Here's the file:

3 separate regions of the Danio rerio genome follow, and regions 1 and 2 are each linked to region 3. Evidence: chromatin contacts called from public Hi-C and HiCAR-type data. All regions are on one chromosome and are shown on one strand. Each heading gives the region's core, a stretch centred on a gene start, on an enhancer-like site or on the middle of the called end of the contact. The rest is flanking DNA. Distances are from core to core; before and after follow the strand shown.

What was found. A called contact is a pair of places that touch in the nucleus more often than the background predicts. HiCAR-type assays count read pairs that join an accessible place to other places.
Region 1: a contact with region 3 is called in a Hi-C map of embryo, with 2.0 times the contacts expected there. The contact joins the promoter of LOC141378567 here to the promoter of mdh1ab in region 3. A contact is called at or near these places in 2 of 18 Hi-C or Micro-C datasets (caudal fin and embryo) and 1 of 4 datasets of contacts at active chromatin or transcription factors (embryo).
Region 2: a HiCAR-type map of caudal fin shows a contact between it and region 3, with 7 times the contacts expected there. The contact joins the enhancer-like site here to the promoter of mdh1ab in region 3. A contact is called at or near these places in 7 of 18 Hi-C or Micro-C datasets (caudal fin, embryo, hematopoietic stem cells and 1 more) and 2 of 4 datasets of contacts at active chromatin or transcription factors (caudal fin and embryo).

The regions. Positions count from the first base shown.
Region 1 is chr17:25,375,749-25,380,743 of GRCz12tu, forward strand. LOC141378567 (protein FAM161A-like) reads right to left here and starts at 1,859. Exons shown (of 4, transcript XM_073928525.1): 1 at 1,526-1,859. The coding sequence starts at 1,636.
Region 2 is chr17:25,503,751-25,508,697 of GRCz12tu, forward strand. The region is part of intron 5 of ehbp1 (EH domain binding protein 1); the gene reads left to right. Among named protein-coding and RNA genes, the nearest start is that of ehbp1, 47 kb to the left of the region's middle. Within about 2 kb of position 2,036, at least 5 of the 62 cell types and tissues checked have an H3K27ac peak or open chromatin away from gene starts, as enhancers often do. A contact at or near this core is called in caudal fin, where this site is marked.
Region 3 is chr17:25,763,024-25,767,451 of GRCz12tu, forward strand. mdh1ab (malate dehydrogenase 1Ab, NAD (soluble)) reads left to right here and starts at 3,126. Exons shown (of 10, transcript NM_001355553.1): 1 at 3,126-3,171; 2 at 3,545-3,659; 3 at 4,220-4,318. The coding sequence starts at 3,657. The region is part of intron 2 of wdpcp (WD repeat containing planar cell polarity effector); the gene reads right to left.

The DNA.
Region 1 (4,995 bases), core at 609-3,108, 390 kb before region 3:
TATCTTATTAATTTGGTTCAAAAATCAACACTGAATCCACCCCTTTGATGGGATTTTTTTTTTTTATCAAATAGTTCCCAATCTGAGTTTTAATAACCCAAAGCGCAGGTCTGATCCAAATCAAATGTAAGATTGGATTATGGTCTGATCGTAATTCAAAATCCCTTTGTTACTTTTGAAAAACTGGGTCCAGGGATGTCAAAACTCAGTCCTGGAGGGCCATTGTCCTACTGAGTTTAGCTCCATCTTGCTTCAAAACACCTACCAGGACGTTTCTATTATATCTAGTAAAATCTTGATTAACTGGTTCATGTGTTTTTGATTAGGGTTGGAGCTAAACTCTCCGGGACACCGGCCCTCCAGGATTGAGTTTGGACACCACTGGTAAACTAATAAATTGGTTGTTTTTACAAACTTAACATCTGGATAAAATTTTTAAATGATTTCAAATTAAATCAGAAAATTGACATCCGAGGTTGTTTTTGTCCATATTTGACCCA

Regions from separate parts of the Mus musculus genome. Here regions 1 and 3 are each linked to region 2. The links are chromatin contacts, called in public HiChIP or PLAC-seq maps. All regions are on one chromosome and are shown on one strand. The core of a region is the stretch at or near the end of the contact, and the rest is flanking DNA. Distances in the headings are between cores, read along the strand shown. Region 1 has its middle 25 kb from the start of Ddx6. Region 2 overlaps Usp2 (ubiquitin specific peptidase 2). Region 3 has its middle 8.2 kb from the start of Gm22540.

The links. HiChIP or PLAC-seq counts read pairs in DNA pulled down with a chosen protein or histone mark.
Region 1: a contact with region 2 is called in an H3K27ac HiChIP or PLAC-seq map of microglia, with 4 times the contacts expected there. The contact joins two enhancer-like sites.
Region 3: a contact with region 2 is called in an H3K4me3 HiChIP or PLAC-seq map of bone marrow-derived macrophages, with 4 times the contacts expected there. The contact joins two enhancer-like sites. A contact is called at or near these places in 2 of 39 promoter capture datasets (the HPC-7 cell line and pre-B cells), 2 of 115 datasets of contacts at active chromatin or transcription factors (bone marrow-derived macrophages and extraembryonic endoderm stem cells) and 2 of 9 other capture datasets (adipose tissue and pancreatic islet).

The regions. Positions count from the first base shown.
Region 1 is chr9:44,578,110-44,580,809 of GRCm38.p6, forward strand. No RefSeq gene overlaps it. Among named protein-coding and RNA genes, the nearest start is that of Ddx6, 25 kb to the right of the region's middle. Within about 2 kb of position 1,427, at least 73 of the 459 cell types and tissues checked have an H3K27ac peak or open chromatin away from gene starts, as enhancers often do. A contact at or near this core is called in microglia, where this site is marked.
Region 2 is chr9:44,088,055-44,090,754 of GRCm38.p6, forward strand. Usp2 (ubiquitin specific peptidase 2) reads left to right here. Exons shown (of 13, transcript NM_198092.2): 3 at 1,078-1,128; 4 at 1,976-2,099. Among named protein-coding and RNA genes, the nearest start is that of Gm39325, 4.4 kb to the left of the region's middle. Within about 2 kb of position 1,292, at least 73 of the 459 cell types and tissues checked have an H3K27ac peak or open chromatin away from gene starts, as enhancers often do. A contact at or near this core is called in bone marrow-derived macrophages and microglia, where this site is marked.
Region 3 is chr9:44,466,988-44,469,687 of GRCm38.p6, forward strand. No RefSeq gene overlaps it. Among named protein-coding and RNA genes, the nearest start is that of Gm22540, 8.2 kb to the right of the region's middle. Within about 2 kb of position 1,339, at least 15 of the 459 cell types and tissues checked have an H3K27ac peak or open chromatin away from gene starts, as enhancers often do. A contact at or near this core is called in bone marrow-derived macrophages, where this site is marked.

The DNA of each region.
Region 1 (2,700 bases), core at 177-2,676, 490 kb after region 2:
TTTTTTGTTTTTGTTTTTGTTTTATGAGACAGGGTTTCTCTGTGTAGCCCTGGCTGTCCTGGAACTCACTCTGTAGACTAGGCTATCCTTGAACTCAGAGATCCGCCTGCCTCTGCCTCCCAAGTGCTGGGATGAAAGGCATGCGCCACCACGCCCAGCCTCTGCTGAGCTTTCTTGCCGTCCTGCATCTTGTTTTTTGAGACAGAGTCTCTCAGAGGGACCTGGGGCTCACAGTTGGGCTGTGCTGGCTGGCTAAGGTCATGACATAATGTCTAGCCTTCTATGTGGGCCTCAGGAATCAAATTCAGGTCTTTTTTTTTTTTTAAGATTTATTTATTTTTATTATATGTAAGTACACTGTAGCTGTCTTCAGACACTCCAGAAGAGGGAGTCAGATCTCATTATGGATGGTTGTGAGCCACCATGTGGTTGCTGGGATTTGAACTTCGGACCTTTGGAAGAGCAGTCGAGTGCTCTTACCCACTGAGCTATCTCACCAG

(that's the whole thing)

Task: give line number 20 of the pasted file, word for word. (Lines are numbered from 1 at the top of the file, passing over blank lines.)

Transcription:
The DNA of each region.